As happy as I am for the birth of George Alexander Louis, His Royal Highness Prince George of Cambridge. this newborn who will be king, it makes me equally as sad for all the babies born that are NOT going to be as loved or wanted or properly cared for or parented.

All babies should be as loved as this one, all children deserve to feel like a prince or a princess, not like an unwanted nuisance or an accessory to be displayed when it’s convenient –and ignored when it’s not.

All children should be gazed upon with unconditional love, devotion, and dedication.

Over the years, I’ve observed enough parent/child interactions to believe that we may have forfeited the desire and commitment to raising a brand new human with lifelong dedication and passion–and love.

The bond between parent and child is one of the strongest connections in nature –or it should be.

I was again reminded how that’s not always the case when my tugboat man and I were at Barnes and Noble in Orange County a couple days ago.

He had most kindly driven me to Chanel because I lost a screw in the hardware of my Grand Shopper Tote and their only method of replacement involved bringing the bag to them, which was most def NOT a hardship. LOL. My sweet hubs drove me ‘cos of the limited use of my still only semi-functioning left arm — three more weeks of this stupid cast…

After going to Chanel and browsing through as many other stores as his patience would allow (he obvs does not share my same passion to discover the treasure of a perfect wedge) his sanctuary was the bookstore whilst I continued my search at the Nord Outlet.

Unfortunately though, my heart’s desire was not to be realized that day — no wedge for me…so I walked next door and I found my mariner among the stacks of maritime-related books–sooo predictable.

As we waited in line to pay for his books, there was a mom and a boy who looked to be about four-years-old. He was talking to her — trying to talk to her — about toys, books, whatever, just the adorable stream-of-consciousness conversation of a little one — and he was being ignored.

Mom was scrolling through her smart phone, reading a text, responding to a text, all the while she selfishly sacrificed this glorious opportunity to “be present in the moment” with her bright little boy.

Finally, after several minutes of trying to elicit a response, to be heard, to be acknowledged, to garner her oh-so-valuable attention, he put his hand up as if to physically block her from seeing the phone and said in a resigned tone that left me no doubt he’s said this before;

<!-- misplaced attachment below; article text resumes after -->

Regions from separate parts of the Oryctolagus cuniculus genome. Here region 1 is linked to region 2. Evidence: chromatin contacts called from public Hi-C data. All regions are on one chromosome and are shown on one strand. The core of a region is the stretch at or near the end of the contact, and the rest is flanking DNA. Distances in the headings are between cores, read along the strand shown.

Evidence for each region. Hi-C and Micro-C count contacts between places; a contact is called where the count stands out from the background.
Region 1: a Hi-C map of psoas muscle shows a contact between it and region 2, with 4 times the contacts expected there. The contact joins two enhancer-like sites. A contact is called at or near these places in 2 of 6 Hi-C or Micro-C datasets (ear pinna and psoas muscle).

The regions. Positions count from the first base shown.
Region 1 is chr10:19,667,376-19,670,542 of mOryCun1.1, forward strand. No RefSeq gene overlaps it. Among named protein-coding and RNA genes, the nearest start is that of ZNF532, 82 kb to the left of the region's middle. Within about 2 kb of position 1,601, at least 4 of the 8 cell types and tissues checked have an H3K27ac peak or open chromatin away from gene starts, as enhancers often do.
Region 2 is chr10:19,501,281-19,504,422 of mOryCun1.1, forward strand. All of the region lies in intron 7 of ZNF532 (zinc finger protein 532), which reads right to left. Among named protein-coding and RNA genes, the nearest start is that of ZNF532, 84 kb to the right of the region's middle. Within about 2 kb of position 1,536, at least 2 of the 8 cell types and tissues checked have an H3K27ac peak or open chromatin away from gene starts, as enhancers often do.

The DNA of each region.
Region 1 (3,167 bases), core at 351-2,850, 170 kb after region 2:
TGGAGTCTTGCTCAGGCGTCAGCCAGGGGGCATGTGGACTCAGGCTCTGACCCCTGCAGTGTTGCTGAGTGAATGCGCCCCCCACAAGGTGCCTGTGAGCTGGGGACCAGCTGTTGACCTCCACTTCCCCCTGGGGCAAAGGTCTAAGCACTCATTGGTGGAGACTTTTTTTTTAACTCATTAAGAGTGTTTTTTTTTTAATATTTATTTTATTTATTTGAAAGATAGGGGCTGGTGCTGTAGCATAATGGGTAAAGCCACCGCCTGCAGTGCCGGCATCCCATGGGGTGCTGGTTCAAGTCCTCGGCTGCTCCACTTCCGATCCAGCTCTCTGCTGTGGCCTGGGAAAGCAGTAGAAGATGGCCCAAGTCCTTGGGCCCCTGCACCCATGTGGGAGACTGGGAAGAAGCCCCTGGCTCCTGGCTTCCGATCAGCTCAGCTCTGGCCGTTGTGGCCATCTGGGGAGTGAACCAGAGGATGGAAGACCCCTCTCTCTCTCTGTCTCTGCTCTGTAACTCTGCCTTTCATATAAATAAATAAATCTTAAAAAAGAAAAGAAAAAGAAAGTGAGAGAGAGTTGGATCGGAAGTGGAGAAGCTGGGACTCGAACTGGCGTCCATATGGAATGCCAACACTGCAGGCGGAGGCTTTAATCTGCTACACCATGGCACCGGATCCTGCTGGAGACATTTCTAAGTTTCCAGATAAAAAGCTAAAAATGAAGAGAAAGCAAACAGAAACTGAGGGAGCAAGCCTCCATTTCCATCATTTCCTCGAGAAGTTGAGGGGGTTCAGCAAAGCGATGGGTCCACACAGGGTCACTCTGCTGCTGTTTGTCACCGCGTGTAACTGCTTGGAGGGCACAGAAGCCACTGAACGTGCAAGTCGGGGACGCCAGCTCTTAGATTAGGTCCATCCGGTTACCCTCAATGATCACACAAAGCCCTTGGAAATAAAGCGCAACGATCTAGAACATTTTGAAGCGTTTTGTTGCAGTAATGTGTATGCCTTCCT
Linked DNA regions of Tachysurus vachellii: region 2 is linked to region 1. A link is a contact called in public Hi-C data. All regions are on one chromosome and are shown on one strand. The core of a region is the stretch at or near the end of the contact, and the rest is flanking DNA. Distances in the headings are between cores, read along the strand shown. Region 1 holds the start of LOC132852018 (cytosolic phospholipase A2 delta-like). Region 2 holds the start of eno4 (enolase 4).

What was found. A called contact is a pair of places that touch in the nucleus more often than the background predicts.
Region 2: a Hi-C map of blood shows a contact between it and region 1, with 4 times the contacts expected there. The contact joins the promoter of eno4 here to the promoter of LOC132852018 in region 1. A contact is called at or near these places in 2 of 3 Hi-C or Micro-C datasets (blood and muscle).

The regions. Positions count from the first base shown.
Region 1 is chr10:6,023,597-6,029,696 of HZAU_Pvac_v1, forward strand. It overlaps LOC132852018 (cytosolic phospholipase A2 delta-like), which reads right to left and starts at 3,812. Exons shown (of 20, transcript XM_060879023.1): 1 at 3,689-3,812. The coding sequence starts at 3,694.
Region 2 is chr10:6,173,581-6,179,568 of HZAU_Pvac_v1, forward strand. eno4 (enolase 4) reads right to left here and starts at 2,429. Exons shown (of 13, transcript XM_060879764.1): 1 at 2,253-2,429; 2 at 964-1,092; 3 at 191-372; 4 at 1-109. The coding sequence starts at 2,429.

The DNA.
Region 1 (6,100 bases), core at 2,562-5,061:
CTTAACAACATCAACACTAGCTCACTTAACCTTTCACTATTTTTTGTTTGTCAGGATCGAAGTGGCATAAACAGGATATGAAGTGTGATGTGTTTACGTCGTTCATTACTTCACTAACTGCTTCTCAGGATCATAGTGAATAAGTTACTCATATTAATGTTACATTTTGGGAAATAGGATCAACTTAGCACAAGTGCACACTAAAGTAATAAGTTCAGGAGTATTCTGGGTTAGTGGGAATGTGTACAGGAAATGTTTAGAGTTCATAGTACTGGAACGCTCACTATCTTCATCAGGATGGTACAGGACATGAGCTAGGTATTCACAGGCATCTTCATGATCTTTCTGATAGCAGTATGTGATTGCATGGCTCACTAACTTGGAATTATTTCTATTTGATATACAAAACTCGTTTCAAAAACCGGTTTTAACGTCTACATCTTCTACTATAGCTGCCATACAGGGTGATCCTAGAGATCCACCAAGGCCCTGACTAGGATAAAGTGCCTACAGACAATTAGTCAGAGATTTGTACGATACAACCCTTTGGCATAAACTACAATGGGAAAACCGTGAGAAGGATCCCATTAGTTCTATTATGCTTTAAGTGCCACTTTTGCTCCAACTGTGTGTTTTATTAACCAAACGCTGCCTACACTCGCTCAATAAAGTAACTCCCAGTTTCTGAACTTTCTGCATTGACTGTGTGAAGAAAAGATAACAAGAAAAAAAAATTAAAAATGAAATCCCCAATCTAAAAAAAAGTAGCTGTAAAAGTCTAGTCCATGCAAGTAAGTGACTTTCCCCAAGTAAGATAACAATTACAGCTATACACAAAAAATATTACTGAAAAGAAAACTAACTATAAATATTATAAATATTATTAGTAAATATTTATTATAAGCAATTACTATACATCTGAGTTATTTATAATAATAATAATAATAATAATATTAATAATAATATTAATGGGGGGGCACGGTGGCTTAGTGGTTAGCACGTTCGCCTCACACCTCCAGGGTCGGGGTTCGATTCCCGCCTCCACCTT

“No phone, Momma, no phone. Me, Momma, ME.

No phone.”

At that point, she looked up, turned away from him, and responded,

“Just a minute. Just a minute. Stop. I’m almost done.”

By the crestfallen look on his face, it was too late.

The spark of light had gone out of his eyes.

Poof, just like that.

It was a precious moment forever lost.

Hubs and I shook our heads. We felt so sad for this boy and disgusted with his clueless mom.

Ah well, I feel like a dinosaur.

My Angel Boy was wanted and cherished — from the time I was a little girl, I wanted to be a mom — I knew that for me, there would be nothing more fulfilling than the joy caring for a baby and helping that new life grow; nurturing his interests, curiosity, and imagination.

His Montessori Kindergarten teacher once said to me (in her adorable French accent):

“Jay-sohn seez ze world een heez own way.”

Jason sees the world in his own way.

He still does, and I can think of no better validation of my job as his mom.

Were there bad and neglectful parents before the invention of technology and social media?

Of course there were.

It just seems as if phones and video games have become an overwhelming distraction — and the focus of daily existence. Caring for a home and family is pushed way down the list.